The backbarrier tidal flats in the southern North Sea – A multidisciplinary approach to reveal the main driving forces shaping the system

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The present article is by courtesy of Ocean Dynamics, where it was originally published [1].

Introduction

Tidal flats are an important feature of many coastlines affected by tides in various climate zones of the world. They belong to the most productive natural ecosystems on earth and play an important role in global biogeochemical cycles. Tidal areas not only provide a habitat for many species of birds, but are also the nursery for a wide variety of marine organisms. In addition, tidal flats may provide significant protection against marine erosion.
Throughout history, coastal regions have been major centres of human activity. Today, more than 50% of the world's population live in coastal areas, and it has been estimated that this number will increase to 75% by the year 2025. The demand for exploitation of this space will therefore increase. This applies to natural resources like oil and gas as well as marine organisms, marine biotechnology and the production of renewable energy in coastal wind and wave power installations. Exploitation of resources always carries by the risk of detrimental effects on the vulnerable coastal ecosystem. Knowledge of the ecological processes and the health status of the flats, which can be derived from this knowledge, is therefore of great importance to the costal population.

The study area

Fig. 1 Map of the extended tidal flat system in the southern North Sea along the coasts of Denmark, Germany and the Netherlands, also termed the Wadden Sea, and the study area in the backbarrier flats of the island of Spiekeroog (from Reuter et al., this volume). The position of the time-series station is marked with a red dot. Water depths given in blue colours refer to the Mean Sea Level (German reference surface, Normalnull NN) which is approximately 2 m above the Lowest Astronomical Tide (LAT).

The flat relief of the southern North Sea basin and the pronounced tides have created extensive tidal flats along its coast. The tidal range varies between about one and four metres in the south-eastern part of the North Sea. The tidal flat system encompasses supralitoral salt marshes, dunes and beaches that extend above the mean high-tide level, intertidal flats that are exposed only at low tide, and subtidal creeks and depressions that are permanently under water and run like rivers through the tidal landscape.
One of the largest continuous tidal flat zones of the world extends along the North Sea coast from Blåvands Huk in Jutland, Denmark, in the North down via Schleswig-Holstein and Lower Saxony in Germany to Den Helder in the Netherlands in the Southwest (Fig. 1). Particularly characteristic are the barrier islands, which were created a few thousand years ago by sand deposits off the coasts of the northern Netherlands, Lower Saxony and southwestern Denmark, whereas the islands off the coast of Schleswig-Holstein are mainly remnants of a former land mass that has been scoured by mediaeval storm surges (cf. Streif 1990[2]). During the most recent ice age about 18,000 years ago, the coastline was situated far out in the North Sea and only reached the modern shores after the continental ice masses melted some 9,000 years ago, forming today’s coastal landscape in the course of the rising sea level (Behre 1993[3], 2003 [4]).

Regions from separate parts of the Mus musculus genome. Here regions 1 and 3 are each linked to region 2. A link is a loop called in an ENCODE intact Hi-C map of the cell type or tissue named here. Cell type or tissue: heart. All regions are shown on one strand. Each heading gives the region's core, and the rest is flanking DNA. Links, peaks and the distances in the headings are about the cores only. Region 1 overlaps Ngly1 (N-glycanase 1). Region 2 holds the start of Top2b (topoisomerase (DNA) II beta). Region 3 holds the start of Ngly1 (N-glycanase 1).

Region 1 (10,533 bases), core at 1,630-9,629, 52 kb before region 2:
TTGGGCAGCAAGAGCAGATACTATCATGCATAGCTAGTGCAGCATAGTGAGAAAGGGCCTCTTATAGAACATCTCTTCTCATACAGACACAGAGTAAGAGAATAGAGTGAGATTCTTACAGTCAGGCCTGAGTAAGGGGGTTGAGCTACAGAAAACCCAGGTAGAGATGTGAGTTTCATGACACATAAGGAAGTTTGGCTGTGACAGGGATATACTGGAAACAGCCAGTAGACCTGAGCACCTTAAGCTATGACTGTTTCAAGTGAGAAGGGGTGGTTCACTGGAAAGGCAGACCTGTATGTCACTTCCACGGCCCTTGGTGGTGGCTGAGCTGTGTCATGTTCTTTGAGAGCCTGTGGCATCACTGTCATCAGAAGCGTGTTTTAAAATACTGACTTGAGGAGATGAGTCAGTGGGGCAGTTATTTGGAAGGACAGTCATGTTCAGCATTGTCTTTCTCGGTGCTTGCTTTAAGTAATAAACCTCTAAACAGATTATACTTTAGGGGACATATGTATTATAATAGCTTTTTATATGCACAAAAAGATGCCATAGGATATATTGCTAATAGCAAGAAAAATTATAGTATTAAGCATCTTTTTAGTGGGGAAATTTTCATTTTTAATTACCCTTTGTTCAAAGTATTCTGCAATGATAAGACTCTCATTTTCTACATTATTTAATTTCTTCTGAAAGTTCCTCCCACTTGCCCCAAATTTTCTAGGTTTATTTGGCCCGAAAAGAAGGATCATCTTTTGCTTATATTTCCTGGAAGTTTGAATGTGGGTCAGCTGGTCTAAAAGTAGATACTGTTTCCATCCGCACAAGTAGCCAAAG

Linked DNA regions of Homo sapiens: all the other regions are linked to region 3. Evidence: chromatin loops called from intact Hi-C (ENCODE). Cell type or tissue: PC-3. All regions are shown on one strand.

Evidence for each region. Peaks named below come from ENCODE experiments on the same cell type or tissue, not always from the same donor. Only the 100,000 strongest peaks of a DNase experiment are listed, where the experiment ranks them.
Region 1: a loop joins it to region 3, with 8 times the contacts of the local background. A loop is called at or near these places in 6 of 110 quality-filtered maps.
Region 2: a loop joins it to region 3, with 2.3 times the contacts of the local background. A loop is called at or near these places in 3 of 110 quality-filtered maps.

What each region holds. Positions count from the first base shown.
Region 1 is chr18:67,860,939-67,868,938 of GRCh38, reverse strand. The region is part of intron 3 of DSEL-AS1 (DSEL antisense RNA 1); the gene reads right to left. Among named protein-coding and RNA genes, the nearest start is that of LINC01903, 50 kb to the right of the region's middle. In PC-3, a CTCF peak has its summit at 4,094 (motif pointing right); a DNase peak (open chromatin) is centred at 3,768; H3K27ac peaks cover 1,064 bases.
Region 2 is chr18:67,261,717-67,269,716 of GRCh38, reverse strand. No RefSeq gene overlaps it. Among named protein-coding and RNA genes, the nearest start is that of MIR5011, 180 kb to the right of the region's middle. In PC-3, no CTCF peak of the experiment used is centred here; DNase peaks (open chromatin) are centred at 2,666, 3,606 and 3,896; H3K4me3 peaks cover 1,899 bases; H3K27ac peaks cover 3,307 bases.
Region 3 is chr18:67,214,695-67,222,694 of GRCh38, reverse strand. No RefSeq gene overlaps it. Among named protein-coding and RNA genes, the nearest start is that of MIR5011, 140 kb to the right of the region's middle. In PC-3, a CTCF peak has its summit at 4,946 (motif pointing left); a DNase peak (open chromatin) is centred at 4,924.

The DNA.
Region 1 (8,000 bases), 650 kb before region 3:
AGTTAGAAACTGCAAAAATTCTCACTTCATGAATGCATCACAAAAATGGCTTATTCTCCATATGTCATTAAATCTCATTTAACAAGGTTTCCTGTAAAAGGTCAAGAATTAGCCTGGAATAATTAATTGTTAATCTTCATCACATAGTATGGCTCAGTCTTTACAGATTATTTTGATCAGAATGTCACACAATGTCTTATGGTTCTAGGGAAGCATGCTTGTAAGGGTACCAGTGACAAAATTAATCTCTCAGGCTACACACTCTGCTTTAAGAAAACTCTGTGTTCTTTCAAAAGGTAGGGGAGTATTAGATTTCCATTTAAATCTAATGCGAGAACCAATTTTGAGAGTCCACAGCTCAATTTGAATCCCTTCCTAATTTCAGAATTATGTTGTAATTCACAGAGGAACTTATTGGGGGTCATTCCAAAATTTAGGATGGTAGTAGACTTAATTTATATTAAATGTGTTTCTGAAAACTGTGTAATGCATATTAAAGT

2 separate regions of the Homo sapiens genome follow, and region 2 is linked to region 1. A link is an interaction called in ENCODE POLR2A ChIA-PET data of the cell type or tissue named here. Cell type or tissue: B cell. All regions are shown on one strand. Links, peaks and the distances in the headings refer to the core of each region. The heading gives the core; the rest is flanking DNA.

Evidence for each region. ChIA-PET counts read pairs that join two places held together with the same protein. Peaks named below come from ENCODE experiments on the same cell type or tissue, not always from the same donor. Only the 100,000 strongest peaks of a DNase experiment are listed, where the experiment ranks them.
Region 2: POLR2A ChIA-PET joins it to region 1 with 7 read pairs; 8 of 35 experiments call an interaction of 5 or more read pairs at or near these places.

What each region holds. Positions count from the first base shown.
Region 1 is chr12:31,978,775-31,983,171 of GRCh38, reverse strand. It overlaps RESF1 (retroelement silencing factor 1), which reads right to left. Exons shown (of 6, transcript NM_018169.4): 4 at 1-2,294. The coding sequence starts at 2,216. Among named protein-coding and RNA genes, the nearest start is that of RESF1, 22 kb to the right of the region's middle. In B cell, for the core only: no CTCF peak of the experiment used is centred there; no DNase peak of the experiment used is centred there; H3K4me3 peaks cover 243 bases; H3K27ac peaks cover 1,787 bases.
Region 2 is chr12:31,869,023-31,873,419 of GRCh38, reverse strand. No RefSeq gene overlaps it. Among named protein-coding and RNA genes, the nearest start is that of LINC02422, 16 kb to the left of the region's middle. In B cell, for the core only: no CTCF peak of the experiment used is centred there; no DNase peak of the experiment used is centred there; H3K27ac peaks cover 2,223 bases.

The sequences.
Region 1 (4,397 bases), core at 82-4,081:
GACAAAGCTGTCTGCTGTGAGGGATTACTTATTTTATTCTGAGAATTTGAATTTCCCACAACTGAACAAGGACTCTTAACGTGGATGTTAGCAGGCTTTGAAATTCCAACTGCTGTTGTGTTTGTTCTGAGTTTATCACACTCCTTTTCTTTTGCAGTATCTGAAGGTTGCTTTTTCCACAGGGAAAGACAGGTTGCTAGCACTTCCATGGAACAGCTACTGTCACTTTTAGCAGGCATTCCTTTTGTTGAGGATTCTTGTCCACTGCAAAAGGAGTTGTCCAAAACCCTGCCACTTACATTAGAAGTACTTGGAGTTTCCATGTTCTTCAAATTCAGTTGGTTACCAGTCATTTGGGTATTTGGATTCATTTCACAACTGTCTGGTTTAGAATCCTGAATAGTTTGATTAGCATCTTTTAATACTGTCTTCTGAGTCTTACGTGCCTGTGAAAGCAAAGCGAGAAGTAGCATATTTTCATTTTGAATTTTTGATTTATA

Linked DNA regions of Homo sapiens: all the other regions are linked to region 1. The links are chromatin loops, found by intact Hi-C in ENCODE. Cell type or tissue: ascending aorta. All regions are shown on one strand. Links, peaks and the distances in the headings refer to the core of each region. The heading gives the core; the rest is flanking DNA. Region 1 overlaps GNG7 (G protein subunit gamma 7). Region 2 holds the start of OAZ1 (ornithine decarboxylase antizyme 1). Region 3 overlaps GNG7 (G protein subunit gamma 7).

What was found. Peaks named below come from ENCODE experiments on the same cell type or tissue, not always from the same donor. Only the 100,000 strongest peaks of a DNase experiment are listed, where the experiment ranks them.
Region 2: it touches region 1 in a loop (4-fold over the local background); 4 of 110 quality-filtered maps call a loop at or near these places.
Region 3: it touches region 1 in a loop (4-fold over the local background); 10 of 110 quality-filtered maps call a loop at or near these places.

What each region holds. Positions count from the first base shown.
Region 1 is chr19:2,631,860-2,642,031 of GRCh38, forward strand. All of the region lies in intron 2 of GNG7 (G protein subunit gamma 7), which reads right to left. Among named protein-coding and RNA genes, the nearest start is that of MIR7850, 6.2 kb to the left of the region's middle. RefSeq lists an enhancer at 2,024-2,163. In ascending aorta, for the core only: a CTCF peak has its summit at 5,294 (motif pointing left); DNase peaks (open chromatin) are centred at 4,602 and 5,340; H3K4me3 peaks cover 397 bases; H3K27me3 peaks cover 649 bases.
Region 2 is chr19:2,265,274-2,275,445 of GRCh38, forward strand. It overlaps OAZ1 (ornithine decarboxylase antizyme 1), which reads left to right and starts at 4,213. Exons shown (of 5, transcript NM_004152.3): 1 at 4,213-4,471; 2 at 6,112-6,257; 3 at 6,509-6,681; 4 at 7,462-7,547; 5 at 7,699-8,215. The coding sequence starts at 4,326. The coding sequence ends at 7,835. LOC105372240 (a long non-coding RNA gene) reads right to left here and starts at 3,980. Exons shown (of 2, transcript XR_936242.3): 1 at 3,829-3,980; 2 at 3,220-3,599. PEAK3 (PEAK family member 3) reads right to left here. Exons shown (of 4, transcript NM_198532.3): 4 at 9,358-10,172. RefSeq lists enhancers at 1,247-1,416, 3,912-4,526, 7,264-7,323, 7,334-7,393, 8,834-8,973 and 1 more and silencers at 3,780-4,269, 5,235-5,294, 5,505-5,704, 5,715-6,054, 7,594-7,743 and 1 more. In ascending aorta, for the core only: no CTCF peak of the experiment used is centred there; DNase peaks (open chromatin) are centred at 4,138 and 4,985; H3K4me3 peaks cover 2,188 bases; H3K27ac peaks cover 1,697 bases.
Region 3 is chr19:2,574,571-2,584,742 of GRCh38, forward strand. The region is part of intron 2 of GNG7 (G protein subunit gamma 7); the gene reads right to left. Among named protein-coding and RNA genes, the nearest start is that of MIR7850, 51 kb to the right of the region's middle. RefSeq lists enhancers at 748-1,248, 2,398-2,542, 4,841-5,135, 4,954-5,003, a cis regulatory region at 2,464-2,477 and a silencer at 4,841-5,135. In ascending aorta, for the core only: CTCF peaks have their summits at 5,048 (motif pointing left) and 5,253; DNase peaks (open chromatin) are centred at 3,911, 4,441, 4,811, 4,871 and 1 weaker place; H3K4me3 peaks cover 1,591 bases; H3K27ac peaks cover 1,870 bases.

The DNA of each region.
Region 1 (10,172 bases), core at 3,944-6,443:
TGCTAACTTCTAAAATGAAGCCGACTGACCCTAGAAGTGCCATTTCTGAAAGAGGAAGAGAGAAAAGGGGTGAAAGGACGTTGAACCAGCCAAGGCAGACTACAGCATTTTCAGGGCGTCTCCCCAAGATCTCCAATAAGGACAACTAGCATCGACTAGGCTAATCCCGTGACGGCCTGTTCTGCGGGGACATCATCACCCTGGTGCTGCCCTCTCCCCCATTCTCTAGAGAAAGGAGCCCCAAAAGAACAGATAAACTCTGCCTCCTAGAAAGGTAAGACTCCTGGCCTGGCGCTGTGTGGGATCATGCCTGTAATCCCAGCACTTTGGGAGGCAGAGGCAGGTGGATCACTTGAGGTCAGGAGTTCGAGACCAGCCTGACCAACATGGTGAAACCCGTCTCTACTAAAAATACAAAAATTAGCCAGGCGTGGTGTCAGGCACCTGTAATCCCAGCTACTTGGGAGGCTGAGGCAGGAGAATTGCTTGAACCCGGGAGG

The Research Group on BioGeoChemistry of Tidal Flats

Extensive ecosystem research projects were carried out in the German Wadden Sea funded by the Federal Ministry of Science and Technology and the states of Schleswig-Holstein and Lower Saxony in the mid to late 1990s (Dittmann 1999[5]; Umweltbundesamt 2004[6]). Despite the substantial efforts to understand the system as a whole, the participants in these studies retrospectively came to the conclusion that too little attention had been paid to two fundamental aspects, i.e. the tidal circulation system as the main morphological driving force and the microbial world at the base of the food web as the most important player maintaining the delicate balance of primary production and biomass recycling.

As a consequence, a few years later – profiting also from scientific and technical developments in physical sensor technology, analytical chemistry of trace components, molecular biological methods, and mathematical modelling – a new interdisciplinary research project was designed that aimed at closing the gap of knowledge on the overall functioning of the physical, chemical and biological processes in tidal flats. Thanks to generous funding by the Deutsche Forschungsgemeinschaft (DFG, Bonn) and the State of Lower Saxony, the DFG Research Group on BioGeoChemistry of Tidal Flats commenced its work in spring of 2001 and – with two extensions after thorough reviewing by external experts – continued for eight years into 2009. This special issue of Ocean Dynamics forms an essential part of the final report of the project covering most of the important aspects of the overall work and its results, although a large number of manuscripts, many of them referred to in the articles of this special issue, have already been published earlier in a variety of international scientific journals. Indeed, data processing and evaluation will still carry on for years to come. Many of the final data sets have already been forwarded to the PANGAEA open access information system (http://www.pangaea.de), and many more will follow.